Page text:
British of Polish origins, Marta Czok was born in Beirut (Lebanon) in 1947. The following year her family moved to London where she completed her training at St Martin’s School of Art, taking part for several years in the Royal Academy Summer Exhibitions.

In the past 35 years her works have been shown in Europe and America also as part of the “Alitalia per l’Arte” project. In 2000 Alitalia commissioned a triptych by Czok, donated to Pope John Paul II for his 80th birthday. The same year, the French Embassy to the Holy See invited her to paint a work on the theme of the Jubilee. In collaboration with Albemarle Gallery, London, the Royal Caribbean Cruises Ltd also commissioned a painting by Czok for their ship Navigator of the Seas. In 2008 the Polish national television has dedicated a documentary to Marta Czok focusing on the relationship between her work and the Second World War.

Among her most recent exhibitions, several deserve a special mention, including her show Mother Rome at Museo Carlo Bilotti in Rome in 2016; the anthological exhibition at Castello di Calatabiano, organised by Museo MACS di Catania; Icons&Idols, a multimedia show held in 2013 at MACRO Testaccio di Roma – La Pelanda, born from a collaboration with Jacek Ludwig Scarso and Elastic Theatre from London; the solo exhibition at the Italian Institute of Culture in Warsaw, which was held in April and May of 2017.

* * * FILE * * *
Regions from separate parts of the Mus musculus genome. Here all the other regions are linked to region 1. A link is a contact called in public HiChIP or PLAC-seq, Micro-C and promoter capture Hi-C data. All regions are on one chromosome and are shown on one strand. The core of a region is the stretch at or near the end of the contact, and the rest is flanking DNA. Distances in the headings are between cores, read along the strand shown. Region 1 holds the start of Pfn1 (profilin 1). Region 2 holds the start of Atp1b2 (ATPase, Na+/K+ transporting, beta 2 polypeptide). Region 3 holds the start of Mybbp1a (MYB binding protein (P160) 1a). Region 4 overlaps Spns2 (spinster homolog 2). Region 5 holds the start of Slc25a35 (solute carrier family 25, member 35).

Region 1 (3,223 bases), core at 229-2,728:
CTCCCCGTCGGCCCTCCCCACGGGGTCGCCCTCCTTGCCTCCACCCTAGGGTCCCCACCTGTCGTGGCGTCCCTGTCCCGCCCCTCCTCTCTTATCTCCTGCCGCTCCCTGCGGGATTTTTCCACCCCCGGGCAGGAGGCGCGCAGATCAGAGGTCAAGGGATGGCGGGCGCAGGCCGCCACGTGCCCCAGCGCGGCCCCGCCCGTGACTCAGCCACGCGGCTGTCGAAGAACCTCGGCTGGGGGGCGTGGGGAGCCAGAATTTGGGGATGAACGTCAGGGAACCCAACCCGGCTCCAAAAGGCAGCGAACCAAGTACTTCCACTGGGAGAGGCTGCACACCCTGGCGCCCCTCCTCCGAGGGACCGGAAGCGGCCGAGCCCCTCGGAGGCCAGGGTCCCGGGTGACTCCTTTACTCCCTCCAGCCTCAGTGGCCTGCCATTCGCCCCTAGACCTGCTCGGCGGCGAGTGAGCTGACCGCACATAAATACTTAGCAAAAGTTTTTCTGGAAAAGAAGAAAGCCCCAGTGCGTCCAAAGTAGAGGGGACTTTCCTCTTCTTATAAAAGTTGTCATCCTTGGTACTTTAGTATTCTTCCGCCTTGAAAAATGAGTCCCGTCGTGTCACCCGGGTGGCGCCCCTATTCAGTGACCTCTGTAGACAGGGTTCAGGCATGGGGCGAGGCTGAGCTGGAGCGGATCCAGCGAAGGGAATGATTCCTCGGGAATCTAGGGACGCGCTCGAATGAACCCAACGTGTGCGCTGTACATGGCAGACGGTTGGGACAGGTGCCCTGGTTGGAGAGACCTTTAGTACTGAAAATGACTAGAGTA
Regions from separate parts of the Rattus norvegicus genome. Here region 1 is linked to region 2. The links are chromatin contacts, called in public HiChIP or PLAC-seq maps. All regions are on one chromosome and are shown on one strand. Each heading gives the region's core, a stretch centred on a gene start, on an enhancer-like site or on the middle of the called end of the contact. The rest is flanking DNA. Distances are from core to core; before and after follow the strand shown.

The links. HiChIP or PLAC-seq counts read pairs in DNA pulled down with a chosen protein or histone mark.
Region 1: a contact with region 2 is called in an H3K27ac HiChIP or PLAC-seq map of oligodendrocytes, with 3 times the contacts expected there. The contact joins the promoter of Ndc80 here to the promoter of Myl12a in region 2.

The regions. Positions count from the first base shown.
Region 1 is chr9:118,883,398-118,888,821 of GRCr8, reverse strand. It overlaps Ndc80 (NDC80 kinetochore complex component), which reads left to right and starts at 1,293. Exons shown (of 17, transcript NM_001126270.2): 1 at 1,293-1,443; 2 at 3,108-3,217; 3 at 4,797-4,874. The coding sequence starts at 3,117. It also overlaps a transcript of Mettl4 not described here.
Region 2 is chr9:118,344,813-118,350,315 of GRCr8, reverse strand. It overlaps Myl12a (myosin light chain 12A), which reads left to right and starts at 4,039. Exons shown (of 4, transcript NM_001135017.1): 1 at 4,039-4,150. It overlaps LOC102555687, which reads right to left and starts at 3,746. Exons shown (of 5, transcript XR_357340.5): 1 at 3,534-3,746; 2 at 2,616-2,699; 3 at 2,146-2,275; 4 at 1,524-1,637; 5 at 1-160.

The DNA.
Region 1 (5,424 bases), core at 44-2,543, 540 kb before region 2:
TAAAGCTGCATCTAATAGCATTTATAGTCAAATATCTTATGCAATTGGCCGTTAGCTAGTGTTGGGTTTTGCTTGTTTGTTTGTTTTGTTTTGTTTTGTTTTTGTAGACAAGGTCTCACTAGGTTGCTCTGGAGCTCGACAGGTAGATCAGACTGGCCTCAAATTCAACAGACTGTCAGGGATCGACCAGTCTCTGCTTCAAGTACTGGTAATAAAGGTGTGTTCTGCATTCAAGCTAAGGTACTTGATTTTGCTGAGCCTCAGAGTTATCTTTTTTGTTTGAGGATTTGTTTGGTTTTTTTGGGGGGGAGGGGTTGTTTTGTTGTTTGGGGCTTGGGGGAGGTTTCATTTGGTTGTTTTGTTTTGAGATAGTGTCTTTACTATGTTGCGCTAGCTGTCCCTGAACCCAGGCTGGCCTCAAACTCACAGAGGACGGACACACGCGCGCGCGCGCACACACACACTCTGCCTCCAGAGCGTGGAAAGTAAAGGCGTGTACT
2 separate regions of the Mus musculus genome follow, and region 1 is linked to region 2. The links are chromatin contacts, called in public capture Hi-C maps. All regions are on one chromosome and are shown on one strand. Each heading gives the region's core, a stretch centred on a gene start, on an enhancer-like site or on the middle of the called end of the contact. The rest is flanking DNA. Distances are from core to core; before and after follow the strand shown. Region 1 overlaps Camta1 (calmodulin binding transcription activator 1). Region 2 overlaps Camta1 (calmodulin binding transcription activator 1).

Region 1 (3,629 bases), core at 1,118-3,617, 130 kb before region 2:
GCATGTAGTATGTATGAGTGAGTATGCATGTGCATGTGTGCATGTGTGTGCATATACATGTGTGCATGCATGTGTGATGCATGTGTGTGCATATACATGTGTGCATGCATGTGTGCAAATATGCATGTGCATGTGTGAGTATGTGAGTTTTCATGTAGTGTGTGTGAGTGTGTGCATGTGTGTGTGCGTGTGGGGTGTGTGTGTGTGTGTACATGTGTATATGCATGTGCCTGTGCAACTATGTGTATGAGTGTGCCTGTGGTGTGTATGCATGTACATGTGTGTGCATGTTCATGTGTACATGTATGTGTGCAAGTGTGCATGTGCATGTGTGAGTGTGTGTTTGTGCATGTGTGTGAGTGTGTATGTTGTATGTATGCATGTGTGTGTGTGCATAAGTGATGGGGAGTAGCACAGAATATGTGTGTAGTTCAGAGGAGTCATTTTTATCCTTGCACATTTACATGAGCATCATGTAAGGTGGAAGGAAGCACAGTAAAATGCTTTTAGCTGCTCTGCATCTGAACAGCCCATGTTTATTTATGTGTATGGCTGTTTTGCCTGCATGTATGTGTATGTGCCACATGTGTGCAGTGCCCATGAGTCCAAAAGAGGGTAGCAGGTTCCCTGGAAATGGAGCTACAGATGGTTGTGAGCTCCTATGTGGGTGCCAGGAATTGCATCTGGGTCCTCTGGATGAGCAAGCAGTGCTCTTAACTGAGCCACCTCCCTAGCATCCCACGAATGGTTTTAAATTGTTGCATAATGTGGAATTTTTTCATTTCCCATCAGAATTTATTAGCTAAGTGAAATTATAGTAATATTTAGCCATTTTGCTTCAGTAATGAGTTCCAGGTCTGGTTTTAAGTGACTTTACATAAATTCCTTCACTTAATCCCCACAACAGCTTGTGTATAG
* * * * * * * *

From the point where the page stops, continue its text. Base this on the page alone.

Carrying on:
Marta Czok has also worked on itinerating shows including the one dedicated to Children in War and in the Holocaust at Palazzo Ferrajoli (Rome), Museo Civico di Albano and Palazzo Antico Ghetto (Padua) and About Us, an exhibition on the theme of humanity, at Palazzo dei Papi (Viterbo), Palazzo Zuckermann (Padua) and Palazzo Zenobio (Venice).

Marta Czok lives and workds in Castel Gandolfo (Rome).

“All that I am is in my paintings, so I don’t feel the need to appear or speak like an «artist». I imagine that deep down I’m a revolutionary and my battle is against the ridiculous abuse of power, whether it is caused by the State or the Church. It is all in my paintings, even though I sometimes included in a delicate, cautious way.”

Marta Czok